He, having said, bade reef and tighten, bend to stronger stroke, and slant sail to the wind; then spake again: “High-souled Aeneas, not if Jove the King gave happy omen, would I have good hope of making Italy through yonder sky. Athwart our course from clouded evening-star rebellious winds run shifting, and the air into a cloud-wrack rolls. Against such foes too weak our strife and strain! Since now the hand of Fortune triumphs, let us where she calls obedient go. For near us, I believe, lies Eryx' faithful and fraternal shore: here are Sicilian havens, if my mind of yon familiar stars have knowledge true.” then good Aeneas: “For a friendly wind long have I sued, and watched thee vainly strive. Shift sail! What happier land for me and mine, or for our storm-beat ships what safer shore, than where Dardanian Acestes reigns; the land whose faithful bosom cherishes Anchises' ashes?” Heedful of his word, they landward steer, while favoring zephyrs fill the spreading sail. On currents swift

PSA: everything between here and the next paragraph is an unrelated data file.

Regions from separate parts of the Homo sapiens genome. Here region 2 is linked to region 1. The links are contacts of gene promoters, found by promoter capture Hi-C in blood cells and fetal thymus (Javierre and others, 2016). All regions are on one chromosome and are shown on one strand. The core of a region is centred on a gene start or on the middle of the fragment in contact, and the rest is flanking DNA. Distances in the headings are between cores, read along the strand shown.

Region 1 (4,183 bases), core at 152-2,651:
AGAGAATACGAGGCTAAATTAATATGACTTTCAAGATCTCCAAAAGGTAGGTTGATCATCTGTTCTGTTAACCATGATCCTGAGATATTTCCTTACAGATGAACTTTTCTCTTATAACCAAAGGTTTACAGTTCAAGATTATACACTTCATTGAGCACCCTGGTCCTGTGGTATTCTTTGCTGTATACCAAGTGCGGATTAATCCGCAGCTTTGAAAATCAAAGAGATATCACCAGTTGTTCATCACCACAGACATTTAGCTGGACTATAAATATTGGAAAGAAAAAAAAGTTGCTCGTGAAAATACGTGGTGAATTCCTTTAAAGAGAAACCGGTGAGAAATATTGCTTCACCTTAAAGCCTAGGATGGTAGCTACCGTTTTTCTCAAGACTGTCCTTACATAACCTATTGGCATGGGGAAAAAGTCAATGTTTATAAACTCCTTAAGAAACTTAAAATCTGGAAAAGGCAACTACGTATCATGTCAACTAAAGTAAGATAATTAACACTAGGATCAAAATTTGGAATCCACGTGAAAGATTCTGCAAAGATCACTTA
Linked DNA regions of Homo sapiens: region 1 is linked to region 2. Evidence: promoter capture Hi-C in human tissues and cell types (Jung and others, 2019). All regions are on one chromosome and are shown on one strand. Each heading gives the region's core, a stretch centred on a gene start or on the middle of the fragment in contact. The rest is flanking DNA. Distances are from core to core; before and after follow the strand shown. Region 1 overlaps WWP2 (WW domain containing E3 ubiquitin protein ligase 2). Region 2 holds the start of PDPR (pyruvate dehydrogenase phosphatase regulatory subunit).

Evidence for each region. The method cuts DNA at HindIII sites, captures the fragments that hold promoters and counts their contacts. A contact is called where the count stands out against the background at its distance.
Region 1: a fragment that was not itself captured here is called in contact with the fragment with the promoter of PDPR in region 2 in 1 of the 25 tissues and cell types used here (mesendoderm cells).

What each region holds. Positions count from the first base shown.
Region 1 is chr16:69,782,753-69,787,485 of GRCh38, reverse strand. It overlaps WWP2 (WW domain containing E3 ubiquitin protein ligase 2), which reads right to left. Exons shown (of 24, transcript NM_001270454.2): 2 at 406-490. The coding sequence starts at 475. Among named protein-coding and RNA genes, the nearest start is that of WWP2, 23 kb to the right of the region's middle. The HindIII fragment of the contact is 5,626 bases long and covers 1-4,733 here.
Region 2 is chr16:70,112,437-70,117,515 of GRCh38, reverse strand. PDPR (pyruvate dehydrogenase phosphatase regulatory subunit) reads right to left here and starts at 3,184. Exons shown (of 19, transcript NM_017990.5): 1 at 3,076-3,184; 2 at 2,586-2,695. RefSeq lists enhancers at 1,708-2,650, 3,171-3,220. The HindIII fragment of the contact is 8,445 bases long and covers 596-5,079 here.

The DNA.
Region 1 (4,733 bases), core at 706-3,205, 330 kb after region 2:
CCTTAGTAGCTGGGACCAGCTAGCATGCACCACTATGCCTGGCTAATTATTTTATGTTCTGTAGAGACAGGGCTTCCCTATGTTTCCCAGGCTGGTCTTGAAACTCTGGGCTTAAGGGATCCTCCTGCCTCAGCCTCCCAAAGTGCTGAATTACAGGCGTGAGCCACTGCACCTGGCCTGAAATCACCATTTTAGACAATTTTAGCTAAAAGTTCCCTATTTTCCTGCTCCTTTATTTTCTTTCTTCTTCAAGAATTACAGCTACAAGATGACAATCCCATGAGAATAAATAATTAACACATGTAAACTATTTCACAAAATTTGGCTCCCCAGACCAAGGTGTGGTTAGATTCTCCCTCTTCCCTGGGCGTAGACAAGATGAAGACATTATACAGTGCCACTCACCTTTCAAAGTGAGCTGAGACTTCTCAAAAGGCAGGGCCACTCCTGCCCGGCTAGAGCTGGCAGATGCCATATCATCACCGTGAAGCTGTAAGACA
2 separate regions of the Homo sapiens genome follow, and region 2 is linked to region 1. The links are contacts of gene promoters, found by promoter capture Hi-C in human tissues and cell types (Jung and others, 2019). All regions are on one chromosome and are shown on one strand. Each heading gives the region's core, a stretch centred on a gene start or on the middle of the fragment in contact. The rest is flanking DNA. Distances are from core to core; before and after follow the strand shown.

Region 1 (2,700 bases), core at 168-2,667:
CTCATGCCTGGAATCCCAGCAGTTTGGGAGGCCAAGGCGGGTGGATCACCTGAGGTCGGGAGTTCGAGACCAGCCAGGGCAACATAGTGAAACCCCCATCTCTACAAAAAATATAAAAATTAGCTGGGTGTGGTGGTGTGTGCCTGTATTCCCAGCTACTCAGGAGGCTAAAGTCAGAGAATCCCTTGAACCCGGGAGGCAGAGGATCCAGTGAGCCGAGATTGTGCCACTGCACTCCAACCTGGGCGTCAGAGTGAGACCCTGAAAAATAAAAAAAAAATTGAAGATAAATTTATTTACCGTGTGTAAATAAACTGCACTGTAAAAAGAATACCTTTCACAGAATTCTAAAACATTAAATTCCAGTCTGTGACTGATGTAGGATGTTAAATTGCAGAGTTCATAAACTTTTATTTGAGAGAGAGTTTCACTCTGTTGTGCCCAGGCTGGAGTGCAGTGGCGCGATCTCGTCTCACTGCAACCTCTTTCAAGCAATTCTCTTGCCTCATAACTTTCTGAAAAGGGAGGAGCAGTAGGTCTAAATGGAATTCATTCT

P. Vergilius Maro, Aeneid (ed. Theodore C. Williams), Book 5, line 387 (search)
in vain! Endurest thou to see yon reward won without a blow? Where, prithee, is that god who taught thee? Are thy tales of Eryx vain? Does all Sicilia praise thee? Is thy roof with trophies hung?” The other in reply: “My jealous honor and good name y gifts come forth.” So saying, he threw into the mid-arena a vast pair of ponderous gauntlets, which in former days fierce Eryx for his fights was wont to bind on hand and arm, with the stiff raw-hide thong. All marvelled; for a weight of seven bullsd what his gauntlets were! Would thou hadst seen the conflict terrible upon this self-same shore! These arms were borne by Eryx. Look; thy brother's!—spattered yet with blood, with dashed-out brains! In these he stood when he matched Hercules. I worebrows. But if these arms be of our Trojan Dares disapproved, if good Aeneas rules it so, and King Acestes wills it, let us offer fight on even terms. Let Eryx' bull's-hide go. Tremble no more! But strip those gauntlets off — fetched here fr